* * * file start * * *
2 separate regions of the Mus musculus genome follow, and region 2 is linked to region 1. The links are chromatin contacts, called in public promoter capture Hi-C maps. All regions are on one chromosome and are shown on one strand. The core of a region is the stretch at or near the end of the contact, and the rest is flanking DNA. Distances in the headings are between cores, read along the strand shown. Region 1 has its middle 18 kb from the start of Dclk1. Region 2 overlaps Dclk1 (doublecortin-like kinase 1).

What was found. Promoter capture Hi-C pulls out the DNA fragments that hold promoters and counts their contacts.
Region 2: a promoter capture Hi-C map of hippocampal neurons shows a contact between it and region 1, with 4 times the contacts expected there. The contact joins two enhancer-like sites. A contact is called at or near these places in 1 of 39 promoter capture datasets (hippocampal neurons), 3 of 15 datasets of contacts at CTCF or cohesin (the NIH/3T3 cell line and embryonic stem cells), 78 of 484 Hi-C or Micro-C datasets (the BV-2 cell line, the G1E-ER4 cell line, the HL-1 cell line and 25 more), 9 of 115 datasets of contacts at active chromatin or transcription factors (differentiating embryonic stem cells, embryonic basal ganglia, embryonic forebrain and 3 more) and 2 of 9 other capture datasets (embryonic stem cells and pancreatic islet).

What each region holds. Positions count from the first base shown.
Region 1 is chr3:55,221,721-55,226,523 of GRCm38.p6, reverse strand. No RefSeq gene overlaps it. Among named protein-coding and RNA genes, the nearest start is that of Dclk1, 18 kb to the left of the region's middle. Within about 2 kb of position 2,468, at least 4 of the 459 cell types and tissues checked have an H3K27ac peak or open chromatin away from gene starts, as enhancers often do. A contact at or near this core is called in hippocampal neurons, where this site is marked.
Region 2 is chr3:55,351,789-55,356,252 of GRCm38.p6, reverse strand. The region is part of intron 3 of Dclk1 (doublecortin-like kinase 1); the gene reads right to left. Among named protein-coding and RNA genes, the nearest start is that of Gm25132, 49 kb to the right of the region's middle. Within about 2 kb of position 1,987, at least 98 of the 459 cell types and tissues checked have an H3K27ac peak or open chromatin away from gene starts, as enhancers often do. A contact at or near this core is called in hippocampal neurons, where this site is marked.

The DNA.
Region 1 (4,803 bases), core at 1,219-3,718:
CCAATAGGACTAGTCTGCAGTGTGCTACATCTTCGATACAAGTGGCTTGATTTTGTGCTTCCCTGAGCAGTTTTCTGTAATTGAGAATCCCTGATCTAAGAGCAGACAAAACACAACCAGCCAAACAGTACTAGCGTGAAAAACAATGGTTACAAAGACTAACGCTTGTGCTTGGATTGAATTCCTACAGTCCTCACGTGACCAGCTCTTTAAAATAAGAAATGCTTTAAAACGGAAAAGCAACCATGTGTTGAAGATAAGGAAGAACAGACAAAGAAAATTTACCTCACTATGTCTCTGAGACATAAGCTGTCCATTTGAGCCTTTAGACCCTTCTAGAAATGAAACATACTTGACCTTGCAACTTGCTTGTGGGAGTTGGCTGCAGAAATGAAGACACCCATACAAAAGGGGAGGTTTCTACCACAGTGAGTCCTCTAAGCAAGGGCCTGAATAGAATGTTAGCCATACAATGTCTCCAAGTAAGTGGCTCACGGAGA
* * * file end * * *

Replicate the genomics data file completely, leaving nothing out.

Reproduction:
2 separate regions of the Mus musculus genome follow, and region 2 is linked to region 1. The links are chromatin contacts, called in public promoter capture Hi-C maps. All regions are on one chromosome and are shown on one strand. The core of a region is the stretch at or near the end of the contact, and the rest is flanking DNA. Distances in the headings are between cores, read along the strand shown. Region 1 has its middle 18 kb from the start of Dclk1. Region 2 overlaps Dclk1 (doublecortin-like kinase 1).

What was found. Promoter capture Hi-C pulls out the DNA fragments that hold promoters and counts their contacts.
Region 2: a promoter capture Hi-C map of hippocampal neurons shows a contact between it and region 1, with 4 times the contacts expected there. The contact joins two enhancer-like sites. A contact is called at or near these places in 1 of 39 promoter capture datasets (hippocampal neurons), 3 of 15 datasets of contacts at CTCF or cohesin (the NIH/3T3 cell line and embryonic stem cells), 78 of 484 Hi-C or Micro-C datasets (the BV-2 cell line, the G1E-ER4 cell line, the HL-1 cell line and 25 more), 9 of 115 datasets of contacts at active chromatin or transcription factors (differentiating embryonic stem cells, embryonic basal ganglia, embryonic forebrain and 3 more) and 2 of 9 other capture datasets (embryonic stem cells and pancreatic islet).

What each region holds. Positions count from the first base shown.
Region 1 is chr3:55,221,721-55,226,523 of GRCm38.p6, reverse strand. No RefSeq gene overlaps it. Among named protein-coding and RNA genes, the nearest start is that of Dclk1, 18 kb to the left of the region's middle. Within about 2 kb of position 2,468, at least 4 of the 459 cell types and tissues checked have an H3K27ac peak or open chromatin away from gene starts, as enhancers often do. A contact at or near this core is called in hippocampal neurons, where this site is marked.
Region 2 is chr3:55,351,789-55,356,252 of GRCm38.p6, reverse strand. The region is part of intron 3 of Dclk1 (doublecortin-like kinase 1); the gene reads right to left. Among named protein-coding and RNA genes, the nearest start is that of Gm25132, 49 kb to the right of the region's middle. Within about 2 kb of position 1,987, at least 98 of the 459 cell types and tissues checked have an H3K27ac peak or open chromatin away from gene starts, as enhancers often do. A contact at or near this core is called in hippocampal neurons, where this site is marked.

The DNA.
Region 1 (4,803 bases), core at 1,219-3,718:
CCAATAGGACTAGTCTGCAGTGTGCTACATCTTCGATACAAGTGGCTTGATTTTGTGCTTCCCTGAGCAGTTTTCTGTAATTGAGAATCCCTGATCTAAGAGCAGACAAAACACAACCAGCCAAACAGTACTAGCGTGAAAAACAATGGTTACAAAGACTAACGCTTGTGCTTGGATTGAATTCCTACAGTCCTCACGTGACCAGCTCTTTAAAATAAGAAATGCTTTAAAACGGAAAAGCAACCATGTGTTGAAGATAAGGAAGAACAGACAAAGAAAATTTACCTCACTATGTCTCTGAGACATAAGCTGTCCATTTGAGCCTTTAGACCCTTCTAGAAATGAAACATACTTGACCTTGCAACTTGCTTGTGGGAGTTGGCTGCAGAAATGAAGACACCCATACAAAAGGGGAGGTTTCTACCACAGTGAGTCCTCTAAGCAAGGGCCTGAATAGAATGTTAGCCATACAATGTCTCCAAGTAAGTGGCTCACGGAGA